Social comparison theory suggests that people tend to compare themselves with someone similar to themselves rather than with someone divergent in opinion and ability. Because the gender-based role pattern in marital relationships was dominant until recently in Western society, individuals probably compared their marital inputs and outcomes mainly with those of same-sex others in some reference group, since same-sex others were considered to be more similar than the spouse with regard to roles, duties, needs, and preferences.
Social comparison may reveal that one's performance level or reward outcome is inferior or superior to that of the comparison person. In these instances comparison may be affected by the discrepancies such that subsequent behavior may be adjusted in accord with the direction as well as the magnitude of the discrepancy.
Research indicates that upward comparisons can be both self-enhancing and self-deflating, depending on how the comparisons are construed by the individual (Collins 1996). In general, however, downward comparisons tend to be self-enhancing while upward comparisons are generally threatening to well-being and self-esteem (Lyubomirsky and Ross 1997). It is possible that a feedback loop develops between enduring happiness, transient self-esteem and response to social comparison (Lyubomirsky and Ross 1997).
The tendency to evaluate the self and the yearning to transform dissatisfactory features of the self are considered normal characteristics of the adolescent period (Douvan & Gold 1966). Similarly, social comparison with peers is typical of adolescents, for whom the peer group provides a source of norms and values for appropriate appearance, behavior, and social activities (Ausubel, Montemayor, & Svajian 1977; Coleman 1980).
Brickman and Bulman (1977) suggest that, although social comparison may have potential for self-enhancement, it is often avoided because of the damage it may cause to one's own and others' self-esteem. For example, children who look at their peers' work for self-assessment purposes may be dismayed to learn that they have completed considerably less of the assignment than their peers.
The group behavior of boys included more physical aggression following negative social comparison than the other treatments, and their group behavior also consisted of more nonverbal teasing behavior following the negative comparison treatment than that of the equal and nonsocial comparison groups. When the behavior of the nontarget partners was controlled, children initiated more physical aggression, nonverbal teasing, and regression after experiencing negative social comparison with the partners than after following the other treatments.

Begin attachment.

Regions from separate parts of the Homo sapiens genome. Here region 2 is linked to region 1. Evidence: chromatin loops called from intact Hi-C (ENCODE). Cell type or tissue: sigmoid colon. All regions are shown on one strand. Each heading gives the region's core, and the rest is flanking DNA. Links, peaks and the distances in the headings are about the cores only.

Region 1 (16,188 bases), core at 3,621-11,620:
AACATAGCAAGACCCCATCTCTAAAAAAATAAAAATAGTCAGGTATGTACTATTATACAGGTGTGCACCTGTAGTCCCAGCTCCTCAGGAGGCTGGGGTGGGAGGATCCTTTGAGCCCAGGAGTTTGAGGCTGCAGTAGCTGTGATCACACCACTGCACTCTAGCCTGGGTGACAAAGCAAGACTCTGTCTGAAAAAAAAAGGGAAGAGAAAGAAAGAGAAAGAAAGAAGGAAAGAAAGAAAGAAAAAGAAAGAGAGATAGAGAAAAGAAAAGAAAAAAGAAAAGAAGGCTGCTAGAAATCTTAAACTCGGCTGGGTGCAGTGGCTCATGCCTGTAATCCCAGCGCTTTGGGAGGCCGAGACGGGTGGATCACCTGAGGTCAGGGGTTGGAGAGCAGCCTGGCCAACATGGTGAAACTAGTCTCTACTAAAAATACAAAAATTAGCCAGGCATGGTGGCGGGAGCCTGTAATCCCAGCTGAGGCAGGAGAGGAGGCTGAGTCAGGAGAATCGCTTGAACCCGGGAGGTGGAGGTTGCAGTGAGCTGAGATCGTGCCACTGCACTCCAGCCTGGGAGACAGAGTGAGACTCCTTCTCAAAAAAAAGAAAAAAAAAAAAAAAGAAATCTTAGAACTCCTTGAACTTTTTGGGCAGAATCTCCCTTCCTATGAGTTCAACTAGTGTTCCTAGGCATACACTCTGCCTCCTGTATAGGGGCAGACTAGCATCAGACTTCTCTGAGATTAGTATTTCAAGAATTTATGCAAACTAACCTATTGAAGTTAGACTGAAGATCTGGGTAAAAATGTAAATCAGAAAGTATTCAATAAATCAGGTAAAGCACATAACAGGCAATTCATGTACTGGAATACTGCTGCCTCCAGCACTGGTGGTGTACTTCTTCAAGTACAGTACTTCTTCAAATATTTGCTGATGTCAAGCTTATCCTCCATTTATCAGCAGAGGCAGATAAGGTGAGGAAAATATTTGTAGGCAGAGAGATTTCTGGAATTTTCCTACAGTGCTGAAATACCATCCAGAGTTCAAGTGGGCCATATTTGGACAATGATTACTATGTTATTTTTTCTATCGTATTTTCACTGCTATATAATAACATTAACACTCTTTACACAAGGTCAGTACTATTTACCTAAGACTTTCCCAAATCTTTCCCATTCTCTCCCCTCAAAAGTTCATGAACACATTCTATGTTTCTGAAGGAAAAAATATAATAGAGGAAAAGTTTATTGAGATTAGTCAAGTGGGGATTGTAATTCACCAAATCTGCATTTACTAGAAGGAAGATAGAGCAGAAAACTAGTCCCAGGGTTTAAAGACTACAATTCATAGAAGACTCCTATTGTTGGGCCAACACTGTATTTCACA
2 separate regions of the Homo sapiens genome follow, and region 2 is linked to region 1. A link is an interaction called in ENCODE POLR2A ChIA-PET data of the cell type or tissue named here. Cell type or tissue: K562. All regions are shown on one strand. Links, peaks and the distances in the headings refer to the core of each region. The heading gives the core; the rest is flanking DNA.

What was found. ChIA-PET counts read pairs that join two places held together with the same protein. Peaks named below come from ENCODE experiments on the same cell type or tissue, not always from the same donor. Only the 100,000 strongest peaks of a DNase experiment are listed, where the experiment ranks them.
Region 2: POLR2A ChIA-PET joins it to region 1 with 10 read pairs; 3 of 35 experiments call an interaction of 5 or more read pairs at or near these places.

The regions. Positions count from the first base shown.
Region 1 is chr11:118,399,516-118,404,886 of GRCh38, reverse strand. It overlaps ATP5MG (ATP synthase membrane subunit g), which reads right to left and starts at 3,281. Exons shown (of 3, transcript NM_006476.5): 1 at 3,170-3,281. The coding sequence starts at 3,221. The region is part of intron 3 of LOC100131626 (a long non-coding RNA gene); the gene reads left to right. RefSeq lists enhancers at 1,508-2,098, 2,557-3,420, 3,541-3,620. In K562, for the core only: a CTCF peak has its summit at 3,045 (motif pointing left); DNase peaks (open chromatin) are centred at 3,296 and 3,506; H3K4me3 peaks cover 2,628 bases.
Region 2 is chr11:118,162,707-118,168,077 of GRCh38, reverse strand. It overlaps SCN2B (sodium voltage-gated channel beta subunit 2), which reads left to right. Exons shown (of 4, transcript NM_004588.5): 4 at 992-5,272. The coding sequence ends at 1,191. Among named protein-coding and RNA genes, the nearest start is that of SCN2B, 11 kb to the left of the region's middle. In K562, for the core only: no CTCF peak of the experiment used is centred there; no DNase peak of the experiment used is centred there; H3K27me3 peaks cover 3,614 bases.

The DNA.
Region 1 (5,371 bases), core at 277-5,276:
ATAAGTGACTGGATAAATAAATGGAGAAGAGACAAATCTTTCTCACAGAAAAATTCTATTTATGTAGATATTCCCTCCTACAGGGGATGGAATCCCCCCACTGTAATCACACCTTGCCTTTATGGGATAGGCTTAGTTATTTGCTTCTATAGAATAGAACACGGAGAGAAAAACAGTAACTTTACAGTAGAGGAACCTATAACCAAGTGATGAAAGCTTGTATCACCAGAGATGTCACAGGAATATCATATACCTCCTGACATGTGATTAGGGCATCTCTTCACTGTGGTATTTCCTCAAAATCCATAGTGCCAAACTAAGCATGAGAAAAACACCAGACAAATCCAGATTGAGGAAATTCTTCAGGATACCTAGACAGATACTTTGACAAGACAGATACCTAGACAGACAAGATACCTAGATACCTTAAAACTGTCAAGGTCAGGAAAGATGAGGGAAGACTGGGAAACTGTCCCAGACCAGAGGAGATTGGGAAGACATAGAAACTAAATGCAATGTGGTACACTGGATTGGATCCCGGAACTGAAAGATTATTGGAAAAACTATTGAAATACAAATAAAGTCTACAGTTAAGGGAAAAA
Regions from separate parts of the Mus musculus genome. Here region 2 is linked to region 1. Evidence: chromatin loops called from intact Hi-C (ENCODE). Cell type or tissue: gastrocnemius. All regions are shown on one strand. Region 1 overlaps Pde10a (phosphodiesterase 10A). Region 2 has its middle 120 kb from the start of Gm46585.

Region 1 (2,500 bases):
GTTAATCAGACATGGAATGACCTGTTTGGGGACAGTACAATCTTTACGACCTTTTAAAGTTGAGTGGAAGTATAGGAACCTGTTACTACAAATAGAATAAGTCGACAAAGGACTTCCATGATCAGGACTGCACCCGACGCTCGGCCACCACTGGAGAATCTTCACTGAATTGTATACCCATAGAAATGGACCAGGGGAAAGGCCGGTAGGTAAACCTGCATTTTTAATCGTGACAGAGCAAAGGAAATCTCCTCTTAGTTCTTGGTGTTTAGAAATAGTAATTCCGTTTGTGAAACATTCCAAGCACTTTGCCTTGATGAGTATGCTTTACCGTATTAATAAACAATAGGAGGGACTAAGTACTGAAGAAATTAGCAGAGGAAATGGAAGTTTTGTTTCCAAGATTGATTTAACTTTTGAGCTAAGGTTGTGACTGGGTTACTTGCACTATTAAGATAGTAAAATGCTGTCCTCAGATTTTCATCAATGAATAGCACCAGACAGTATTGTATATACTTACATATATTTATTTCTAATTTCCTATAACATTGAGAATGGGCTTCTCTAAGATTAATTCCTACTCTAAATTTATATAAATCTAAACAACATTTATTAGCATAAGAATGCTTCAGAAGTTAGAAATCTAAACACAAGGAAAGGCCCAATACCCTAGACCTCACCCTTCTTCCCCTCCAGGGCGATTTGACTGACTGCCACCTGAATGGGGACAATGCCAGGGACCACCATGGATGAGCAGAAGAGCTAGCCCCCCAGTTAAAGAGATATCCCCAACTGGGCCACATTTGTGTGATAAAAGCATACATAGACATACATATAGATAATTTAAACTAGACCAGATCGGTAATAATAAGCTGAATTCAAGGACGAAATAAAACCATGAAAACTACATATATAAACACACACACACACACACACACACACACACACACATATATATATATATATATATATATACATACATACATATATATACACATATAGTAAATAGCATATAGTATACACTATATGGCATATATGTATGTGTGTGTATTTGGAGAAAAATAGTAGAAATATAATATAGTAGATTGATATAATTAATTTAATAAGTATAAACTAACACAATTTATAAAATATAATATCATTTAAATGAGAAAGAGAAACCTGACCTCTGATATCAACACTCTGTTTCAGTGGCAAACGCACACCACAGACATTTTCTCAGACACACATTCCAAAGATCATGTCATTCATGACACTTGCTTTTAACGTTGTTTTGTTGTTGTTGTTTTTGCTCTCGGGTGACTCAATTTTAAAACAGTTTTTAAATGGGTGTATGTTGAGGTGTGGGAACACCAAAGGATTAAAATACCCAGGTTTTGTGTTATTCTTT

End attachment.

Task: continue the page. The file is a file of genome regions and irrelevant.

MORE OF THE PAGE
Social comparison increases the stability of one's evaluation and offers an occasion for expressing affection and other interpersonal rewards [8,9]. Jones and Gerard  propose that the motivation for social comparison leads the individual to choose reference groups to make such comparisons. They suggest that, in many social comparison situations, one is more likely to compare oneself with an individual (or group) who is "at about the same level" on given attributes than with an individual who is either greatly superior to or greatly inferior to oneself on the given attributes.
The concept of social comparison was broadened in this study to include nonevaluative comparison activity aimed either at differentiating self from other or identifying self with other. Not only does one engage in social comparison for the purposes of self-evaluation, which Festinger recognized, but also to address the persistent issue of how each of us is the same but different from everyone else, a unique individual and simultaneously a member of the shared human community.
People often make comparisons in their daily lives. Even when watching commercials on TV, people have tendency to compare themselves to the models in the ads (Martin & Kennedy, 1993). However, there was inconsistent support for using highly attractive models in past marketing literature. For example, Bower (2001) showed that highly attractive models included in advertising could destroy the advertising effectiveness because of the deflated self-image in contrast to the beautiful ad models.
Comparing the self with others, either intentionally or unintentionally, is a pervasive social phenomenon. Perceptions of relative standing can influence many outcomes, including a person's self-concept, level of aspiration, and feelings of well-being (i.e., subjective well-being). Just as comparison of objects and symbols is a core element of human conduct and experience, so too is interpersonal comparison. In his seminal theory of social comparison, Festinger (1954) hypothesized that other people who are similar to an individual are especially useful to that individual in generating accurate evaluations of his or her abilities and opinions (i.e., in serving the self-evaluation motive).